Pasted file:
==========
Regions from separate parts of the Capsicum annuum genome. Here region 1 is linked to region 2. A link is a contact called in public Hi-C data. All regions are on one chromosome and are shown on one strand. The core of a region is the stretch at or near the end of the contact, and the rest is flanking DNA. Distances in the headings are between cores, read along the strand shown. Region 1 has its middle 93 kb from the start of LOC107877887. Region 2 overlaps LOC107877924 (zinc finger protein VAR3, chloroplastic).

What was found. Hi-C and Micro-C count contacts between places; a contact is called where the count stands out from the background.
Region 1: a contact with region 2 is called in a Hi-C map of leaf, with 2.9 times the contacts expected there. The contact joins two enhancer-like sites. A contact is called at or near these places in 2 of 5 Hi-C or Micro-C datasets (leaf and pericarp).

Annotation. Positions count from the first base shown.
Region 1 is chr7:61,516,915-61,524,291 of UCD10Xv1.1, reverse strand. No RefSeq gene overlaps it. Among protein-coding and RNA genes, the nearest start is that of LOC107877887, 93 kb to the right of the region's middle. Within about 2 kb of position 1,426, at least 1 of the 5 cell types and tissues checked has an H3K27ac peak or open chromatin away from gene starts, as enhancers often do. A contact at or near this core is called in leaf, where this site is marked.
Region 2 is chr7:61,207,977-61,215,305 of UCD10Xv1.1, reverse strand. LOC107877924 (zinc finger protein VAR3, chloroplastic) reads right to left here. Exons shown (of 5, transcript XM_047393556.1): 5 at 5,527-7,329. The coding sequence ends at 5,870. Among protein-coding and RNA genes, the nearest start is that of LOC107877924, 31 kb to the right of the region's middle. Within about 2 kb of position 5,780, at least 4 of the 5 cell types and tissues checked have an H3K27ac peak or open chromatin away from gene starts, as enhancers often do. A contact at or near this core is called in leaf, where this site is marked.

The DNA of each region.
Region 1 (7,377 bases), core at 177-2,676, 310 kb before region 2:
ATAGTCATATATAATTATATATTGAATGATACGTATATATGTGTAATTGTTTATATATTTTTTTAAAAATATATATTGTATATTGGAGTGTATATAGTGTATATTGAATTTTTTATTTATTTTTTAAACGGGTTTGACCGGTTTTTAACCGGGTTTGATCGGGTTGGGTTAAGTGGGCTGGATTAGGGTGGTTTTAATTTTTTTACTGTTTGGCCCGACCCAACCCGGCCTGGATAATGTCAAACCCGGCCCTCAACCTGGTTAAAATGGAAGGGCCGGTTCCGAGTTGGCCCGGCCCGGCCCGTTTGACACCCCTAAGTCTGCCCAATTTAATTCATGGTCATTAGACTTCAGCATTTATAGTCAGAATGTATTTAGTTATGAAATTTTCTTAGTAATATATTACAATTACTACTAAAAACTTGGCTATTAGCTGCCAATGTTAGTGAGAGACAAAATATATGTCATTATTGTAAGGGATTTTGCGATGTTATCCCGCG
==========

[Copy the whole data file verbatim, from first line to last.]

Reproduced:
Regions from separate parts of the Capsicum annuum genome. Here region 1 is linked to region 2. A link is a contact called in public Hi-C data. All regions are on one chromosome and are shown on one strand. The core of a region is the stretch at or near the end of the contact, and the rest is flanking DNA. Distances in the headings are between cores, read along the strand shown. Region 1 has its middle 93 kb from the start of LOC107877887. Region 2 overlaps LOC107877924 (zinc finger protein VAR3, chloroplastic).

What was found. Hi-C and Micro-C count contacts between places; a contact is called where the count stands out from the background.
Region 1: a contact with region 2 is called in a Hi-C map of leaf, with 2.9 times the contacts expected there. The contact joins two enhancer-like sites. A contact is called at or near these places in 2 of 5 Hi-C or Micro-C datasets (leaf and pericarp).

Annotation. Positions count from the first base shown.
Region 1 is chr7:61,516,915-61,524,291 of UCD10Xv1.1, reverse strand. No RefSeq gene overlaps it. Among protein-coding and RNA genes, the nearest start is that of LOC107877887, 93 kb to the right of the region's middle. Within about 2 kb of position 1,426, at least 1 of the 5 cell types and tissues checked has an H3K27ac peak or open chromatin away from gene starts, as enhancers often do. A contact at or near this core is called in leaf, where this site is marked.
Region 2 is chr7:61,207,977-61,215,305 of UCD10Xv1.1, reverse strand. LOC107877924 (zinc finger protein VAR3, chloroplastic) reads right to left here. Exons shown (of 5, transcript XM_047393556.1): 5 at 5,527-7,329. The coding sequence ends at 5,870. Among protein-coding and RNA genes, the nearest start is that of LOC107877924, 31 kb to the right of the region's middle. Within about 2 kb of position 5,780, at least 4 of the 5 cell types and tissues checked have an H3K27ac peak or open chromatin away from gene starts, as enhancers often do. A contact at or near this core is called in leaf, where this site is marked.

The DNA of each region.
Region 1 (7,377 bases), core at 177-2,676, 310 kb before region 2:
ATAGTCATATATAATTATATATTGAATGATACGTATATATGTGTAATTGTTTATATATTTTTTTAAAAATATATATTGTATATTGGAGTGTATATAGTGTATATTGAATTTTTTATTTATTTTTTAAACGGGTTTGACCGGTTTTTAACCGGGTTTGATCGGGTTGGGTTAAGTGGGCTGGATTAGGGTGGTTTTAATTTTTTTACTGTTTGGCCCGACCCAACCCGGCCTGGATAATGTCAAACCCGGCCCTCAACCTGGTTAAAATGGAAGGGCCGGTTCCGAGTTGGCCCGGCCCGGCCCGTTTGACACCCCTAAGTCTGCCCAATTTAATTCATGGTCATTAGACTTCAGCATTTATAGTCAGAATGTATTTAGTTATGAAATTTTCTTAGTAATATATTACAATTACTACTAAAAACTTGGCTATTAGCTGCCAATGTTAGTGAGAGACAAAATATATGTCATTATTGTAAGGGATTTTGCGATGTTATCCCGCG